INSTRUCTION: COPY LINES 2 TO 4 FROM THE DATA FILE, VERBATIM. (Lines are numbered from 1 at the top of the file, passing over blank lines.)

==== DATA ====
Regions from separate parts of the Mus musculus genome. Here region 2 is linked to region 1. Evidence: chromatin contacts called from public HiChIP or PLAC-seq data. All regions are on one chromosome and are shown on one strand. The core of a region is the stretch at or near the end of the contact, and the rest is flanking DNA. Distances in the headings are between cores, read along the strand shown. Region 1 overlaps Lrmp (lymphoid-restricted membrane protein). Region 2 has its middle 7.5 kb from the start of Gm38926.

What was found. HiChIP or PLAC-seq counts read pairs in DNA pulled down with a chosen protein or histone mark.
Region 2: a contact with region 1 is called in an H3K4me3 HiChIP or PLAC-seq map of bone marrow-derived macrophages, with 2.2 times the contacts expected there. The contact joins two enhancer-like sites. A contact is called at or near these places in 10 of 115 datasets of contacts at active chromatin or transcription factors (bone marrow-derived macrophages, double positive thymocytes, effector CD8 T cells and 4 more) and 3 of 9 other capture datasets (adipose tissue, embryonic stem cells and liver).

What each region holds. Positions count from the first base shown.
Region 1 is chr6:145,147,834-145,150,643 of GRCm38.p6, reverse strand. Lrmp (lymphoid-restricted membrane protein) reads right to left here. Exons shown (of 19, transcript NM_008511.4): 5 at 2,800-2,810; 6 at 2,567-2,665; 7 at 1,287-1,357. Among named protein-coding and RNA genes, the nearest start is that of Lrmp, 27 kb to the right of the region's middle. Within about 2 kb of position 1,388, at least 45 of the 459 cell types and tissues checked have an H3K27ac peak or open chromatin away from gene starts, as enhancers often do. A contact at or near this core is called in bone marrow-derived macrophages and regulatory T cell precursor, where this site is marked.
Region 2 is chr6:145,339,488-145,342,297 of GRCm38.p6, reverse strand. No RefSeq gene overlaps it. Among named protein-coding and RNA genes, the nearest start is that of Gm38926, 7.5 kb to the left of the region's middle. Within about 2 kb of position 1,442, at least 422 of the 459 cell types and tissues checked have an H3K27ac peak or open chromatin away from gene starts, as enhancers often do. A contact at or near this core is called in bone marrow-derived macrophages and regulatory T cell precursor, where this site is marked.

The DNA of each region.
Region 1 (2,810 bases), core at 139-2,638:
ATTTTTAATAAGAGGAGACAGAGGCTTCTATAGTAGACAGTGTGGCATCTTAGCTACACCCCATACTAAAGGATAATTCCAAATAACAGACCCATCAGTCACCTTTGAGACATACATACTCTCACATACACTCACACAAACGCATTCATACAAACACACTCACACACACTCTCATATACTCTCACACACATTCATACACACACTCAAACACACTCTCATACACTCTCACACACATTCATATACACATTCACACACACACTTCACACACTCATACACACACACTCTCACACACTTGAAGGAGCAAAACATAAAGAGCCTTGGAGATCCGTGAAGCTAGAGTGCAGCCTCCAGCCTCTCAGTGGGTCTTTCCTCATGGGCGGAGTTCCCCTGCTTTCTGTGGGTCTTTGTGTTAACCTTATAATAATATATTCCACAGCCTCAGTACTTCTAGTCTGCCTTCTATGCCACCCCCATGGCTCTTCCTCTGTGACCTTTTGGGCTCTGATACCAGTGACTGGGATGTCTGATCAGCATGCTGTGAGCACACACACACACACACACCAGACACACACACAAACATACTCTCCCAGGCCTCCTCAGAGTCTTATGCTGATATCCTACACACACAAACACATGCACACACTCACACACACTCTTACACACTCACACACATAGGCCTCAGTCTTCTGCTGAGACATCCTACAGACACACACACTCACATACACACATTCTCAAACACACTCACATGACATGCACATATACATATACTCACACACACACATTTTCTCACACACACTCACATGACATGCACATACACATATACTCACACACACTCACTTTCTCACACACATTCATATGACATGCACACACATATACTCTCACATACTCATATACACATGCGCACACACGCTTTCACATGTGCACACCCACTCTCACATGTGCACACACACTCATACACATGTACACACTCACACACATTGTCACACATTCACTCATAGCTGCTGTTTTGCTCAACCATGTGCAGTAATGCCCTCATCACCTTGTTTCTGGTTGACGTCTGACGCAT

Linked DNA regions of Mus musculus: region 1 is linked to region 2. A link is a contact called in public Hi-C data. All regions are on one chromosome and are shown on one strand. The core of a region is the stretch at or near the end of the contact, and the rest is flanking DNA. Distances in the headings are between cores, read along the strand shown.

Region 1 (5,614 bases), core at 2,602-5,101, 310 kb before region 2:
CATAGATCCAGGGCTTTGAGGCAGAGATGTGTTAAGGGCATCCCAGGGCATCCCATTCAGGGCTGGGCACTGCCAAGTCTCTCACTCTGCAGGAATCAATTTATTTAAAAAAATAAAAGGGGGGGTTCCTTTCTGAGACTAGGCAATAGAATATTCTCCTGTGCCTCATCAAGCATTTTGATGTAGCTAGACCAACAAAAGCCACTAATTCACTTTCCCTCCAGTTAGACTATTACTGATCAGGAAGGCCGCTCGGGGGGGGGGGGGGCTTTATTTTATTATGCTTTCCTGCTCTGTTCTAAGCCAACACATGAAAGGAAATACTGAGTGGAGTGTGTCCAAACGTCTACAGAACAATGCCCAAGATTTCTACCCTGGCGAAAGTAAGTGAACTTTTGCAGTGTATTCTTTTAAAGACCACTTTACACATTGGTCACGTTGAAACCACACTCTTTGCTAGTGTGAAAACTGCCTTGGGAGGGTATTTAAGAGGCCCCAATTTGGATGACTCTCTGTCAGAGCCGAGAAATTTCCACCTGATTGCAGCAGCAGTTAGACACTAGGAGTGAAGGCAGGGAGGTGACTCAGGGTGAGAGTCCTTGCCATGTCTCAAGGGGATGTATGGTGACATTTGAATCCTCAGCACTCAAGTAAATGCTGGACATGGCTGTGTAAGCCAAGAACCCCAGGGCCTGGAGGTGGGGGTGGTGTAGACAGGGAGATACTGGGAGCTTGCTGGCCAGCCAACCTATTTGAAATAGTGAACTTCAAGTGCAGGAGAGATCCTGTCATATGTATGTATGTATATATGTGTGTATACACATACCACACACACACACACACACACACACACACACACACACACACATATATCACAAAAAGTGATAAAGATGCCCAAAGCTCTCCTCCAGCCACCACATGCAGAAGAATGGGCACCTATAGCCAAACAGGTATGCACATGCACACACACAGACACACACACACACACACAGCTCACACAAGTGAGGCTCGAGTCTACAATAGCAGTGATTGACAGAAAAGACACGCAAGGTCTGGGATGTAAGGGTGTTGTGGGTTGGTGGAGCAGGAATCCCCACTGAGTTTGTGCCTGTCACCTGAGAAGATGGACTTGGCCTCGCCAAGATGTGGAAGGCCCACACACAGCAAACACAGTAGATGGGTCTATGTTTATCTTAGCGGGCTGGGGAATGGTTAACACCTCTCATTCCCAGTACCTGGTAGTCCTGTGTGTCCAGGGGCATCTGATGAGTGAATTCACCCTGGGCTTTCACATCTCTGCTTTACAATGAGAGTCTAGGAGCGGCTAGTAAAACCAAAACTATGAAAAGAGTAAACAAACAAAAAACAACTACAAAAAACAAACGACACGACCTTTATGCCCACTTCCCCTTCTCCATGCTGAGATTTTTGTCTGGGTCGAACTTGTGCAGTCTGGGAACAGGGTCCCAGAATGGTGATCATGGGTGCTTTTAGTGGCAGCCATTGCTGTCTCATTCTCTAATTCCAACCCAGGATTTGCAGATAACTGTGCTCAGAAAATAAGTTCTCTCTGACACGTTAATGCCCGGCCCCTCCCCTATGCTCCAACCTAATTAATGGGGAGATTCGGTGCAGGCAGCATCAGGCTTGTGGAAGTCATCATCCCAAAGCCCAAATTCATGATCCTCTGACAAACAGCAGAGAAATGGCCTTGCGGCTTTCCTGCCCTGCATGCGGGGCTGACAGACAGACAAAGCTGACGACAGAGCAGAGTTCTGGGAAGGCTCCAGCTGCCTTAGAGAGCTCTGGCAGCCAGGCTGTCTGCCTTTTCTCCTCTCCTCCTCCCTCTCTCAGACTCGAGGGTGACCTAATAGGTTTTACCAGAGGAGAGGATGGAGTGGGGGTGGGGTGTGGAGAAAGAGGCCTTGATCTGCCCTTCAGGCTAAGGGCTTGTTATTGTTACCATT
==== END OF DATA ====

What was found. HiChIP or PLAC-seq counts read pairs in DNA pulled down with a chosen protein or histone mark.
Region 2: a contact with region 1 is called in an H3K4me3 HiChIP or PLAC-seq map of bone marrow-derived macrophages, with 2.2 times the contacts expected there. The contact joins two enhancer-like sites. A contact is called at or near these places in 10 of 115 datasets of contacts at active chromatin or transcription factors (bone marrow-derived macrophages, double positive thymocytes, effector CD8 T cells and 4 more) and 3 of 9 other capture datasets (adipose tissue, embryonic stem cells and liver).

What each region holds. Positions count from the first base shown.